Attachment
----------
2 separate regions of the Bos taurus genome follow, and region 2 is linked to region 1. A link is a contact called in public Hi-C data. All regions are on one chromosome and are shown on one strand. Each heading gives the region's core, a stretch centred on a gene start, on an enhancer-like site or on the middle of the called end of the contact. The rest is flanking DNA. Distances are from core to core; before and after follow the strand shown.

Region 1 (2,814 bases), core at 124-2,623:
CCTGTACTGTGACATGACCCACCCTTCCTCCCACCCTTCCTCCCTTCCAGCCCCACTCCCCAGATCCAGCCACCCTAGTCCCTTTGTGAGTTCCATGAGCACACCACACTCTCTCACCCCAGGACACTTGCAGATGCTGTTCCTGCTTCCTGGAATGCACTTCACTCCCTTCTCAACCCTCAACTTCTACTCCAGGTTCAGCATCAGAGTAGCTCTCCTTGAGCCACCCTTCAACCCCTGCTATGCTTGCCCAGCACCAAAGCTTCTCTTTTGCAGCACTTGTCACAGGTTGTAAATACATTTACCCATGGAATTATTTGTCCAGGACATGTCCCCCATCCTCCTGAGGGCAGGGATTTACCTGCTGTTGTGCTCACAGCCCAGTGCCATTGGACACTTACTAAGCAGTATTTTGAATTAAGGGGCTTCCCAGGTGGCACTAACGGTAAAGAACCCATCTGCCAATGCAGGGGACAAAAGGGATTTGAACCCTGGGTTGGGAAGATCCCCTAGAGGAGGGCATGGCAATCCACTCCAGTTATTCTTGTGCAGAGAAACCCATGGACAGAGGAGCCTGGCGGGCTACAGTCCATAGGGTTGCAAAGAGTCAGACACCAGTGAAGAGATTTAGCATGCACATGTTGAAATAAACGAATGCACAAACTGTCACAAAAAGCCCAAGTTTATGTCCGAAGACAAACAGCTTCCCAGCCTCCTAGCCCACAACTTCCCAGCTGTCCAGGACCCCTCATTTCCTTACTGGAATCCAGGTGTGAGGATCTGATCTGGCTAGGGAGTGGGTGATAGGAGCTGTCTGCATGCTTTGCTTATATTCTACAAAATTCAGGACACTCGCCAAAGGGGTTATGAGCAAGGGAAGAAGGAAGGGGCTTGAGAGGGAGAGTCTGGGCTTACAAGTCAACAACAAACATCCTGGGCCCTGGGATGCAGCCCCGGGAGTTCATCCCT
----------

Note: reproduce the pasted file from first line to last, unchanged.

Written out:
2 separate regions of the Bos taurus genome follow, and region 2 is linked to region 1. A link is a contact called in public Hi-C data. All regions are on one chromosome and are shown on one strand. Each heading gives the region's core, a stretch centred on a gene start, on an enhancer-like site or on the middle of the called end of the contact. The rest is flanking DNA. Distances are from core to core; before and after follow the strand shown.

Region 1 (2,814 bases), core at 124-2,623:
CCTGTACTGTGACATGACCCACCCTTCCTCCCACCCTTCCTCCCTTCCAGCCCCACTCCCCAGATCCAGCCACCCTAGTCCCTTTGTGAGTTCCATGAGCACACCACACTCTCTCACCCCAGGACACTTGCAGATGCTGTTCCTGCTTCCTGGAATGCACTTCACTCCCTTCTCAACCCTCAACTTCTACTCCAGGTTCAGCATCAGAGTAGCTCTCCTTGAGCCACCCTTCAACCCCTGCTATGCTTGCCCAGCACCAAAGCTTCTCTTTTGCAGCACTTGTCACAGGTTGTAAATACATTTACCCATGGAATTATTTGTCCAGGACATGTCCCCCATCCTCCTGAGGGCAGGGATTTACCTGCTGTTGTGCTCACAGCCCAGTGCCATTGGACACTTACTAAGCAGTATTTTGAATTAAGGGGCTTCCCAGGTGGCACTAACGGTAAAGAACCCATCTGCCAATGCAGGGGACAAAAGGGATTTGAACCCTGGGTTGGGAAGATCCCCTAGAGGAGGGCATGGCAATCCACTCCAGTTATTCTTGTGCAGAGAAACCCATGGACAGAGGAGCCTGGCGGGCTACAGTCCATAGGGTTGCAAAGAGTCAGACACCAGTGAAGAGATTTAGCATGCACATGTTGAAATAAACGAATGCACAAACTGTCACAAAAAGCCCAAGTTTATGTCCGAAGACAAACAGCTTCCCAGCCTCCTAGCCCACAACTTCCCAGCTGTCCAGGACCCCTCATTTCCTTACTGGAATCCAGGTGTGAGGATCTGATCTGGCTAGGGAGTGGGTGATAGGAGCTGTCTGCATGCTTTGCTTATATTCTACAAAATTCAGGACACTCGCCAAAGGGGTTATGAGCAAGGGAAGAAGGAAGGGGCTTGAGAGGGAGAGTCTGGGCTTACAAGTCAACAACAAACATCCTGGGCCCTGGGATGCAGCCCCGGGAGTTCATCCCT